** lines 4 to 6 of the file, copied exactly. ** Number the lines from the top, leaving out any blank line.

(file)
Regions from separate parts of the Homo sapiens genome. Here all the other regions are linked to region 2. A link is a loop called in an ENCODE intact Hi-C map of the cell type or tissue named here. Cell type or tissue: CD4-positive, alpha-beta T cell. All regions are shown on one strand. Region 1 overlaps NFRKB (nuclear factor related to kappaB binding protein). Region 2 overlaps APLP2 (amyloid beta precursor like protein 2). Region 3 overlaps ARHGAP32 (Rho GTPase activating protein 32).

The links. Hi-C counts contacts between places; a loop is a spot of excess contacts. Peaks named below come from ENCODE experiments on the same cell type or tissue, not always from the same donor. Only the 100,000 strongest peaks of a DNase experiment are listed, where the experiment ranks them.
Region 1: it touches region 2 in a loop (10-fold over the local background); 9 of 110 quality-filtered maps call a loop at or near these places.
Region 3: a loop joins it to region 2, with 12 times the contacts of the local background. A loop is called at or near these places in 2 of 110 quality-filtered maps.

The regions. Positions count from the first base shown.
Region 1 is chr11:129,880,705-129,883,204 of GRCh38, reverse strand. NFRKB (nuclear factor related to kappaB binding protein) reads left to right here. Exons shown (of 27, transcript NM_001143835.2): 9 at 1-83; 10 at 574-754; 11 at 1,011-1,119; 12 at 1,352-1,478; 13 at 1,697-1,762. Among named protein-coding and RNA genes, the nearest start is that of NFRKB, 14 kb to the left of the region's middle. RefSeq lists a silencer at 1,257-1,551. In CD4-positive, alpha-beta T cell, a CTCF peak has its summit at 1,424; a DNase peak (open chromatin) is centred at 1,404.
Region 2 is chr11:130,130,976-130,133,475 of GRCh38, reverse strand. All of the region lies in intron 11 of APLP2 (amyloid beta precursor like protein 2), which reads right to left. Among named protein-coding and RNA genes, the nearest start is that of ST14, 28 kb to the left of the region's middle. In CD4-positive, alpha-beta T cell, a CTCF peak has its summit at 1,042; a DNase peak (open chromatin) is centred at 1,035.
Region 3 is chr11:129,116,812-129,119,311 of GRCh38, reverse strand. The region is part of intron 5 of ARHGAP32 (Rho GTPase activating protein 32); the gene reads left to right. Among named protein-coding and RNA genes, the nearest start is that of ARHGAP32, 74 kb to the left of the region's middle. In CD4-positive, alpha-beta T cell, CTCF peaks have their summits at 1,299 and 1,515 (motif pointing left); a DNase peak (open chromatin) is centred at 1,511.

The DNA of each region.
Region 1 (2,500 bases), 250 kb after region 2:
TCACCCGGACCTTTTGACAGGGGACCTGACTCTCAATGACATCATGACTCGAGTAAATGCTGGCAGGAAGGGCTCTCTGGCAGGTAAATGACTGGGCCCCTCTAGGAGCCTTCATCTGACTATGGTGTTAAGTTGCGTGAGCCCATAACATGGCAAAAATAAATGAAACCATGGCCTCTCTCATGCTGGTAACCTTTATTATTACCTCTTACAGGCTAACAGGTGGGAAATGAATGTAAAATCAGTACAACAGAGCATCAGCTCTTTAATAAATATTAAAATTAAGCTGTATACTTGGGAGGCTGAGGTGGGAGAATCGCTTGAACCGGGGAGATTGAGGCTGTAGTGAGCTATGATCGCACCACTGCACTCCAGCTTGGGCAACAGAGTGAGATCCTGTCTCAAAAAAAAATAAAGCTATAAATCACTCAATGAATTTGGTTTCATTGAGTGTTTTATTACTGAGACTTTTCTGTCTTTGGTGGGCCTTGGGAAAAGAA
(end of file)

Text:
Region 3: a loop joins it to region 2, with 12 times the contacts of the local background. A loop is called at or near these places in 2 of 110 quality-filtered maps.

The regions. Positions count from the first base shown.
Region 1 is chr11:129,880,705-129,883,204 of GRCh38, reverse strand. NFRKB (nuclear factor related to kappaB binding protein) reads left to right here. Exons shown (of 27, transcript NM_001143835.2): 9 at 1-83; 10 at 574-754; 11 at 1,011-1,119; 12 at 1,352-1,478; 13 at 1,697-1,762. Among named protein-coding and RNA genes, the nearest start is that of NFRKB, 14 kb to the left of the region's middle. RefSeq lists a silencer at 1,257-1,551. In CD4-positive, alpha-beta T cell, a CTCF peak has its summit at 1,424; a DNase peak (open chromatin) is centred at 1,404.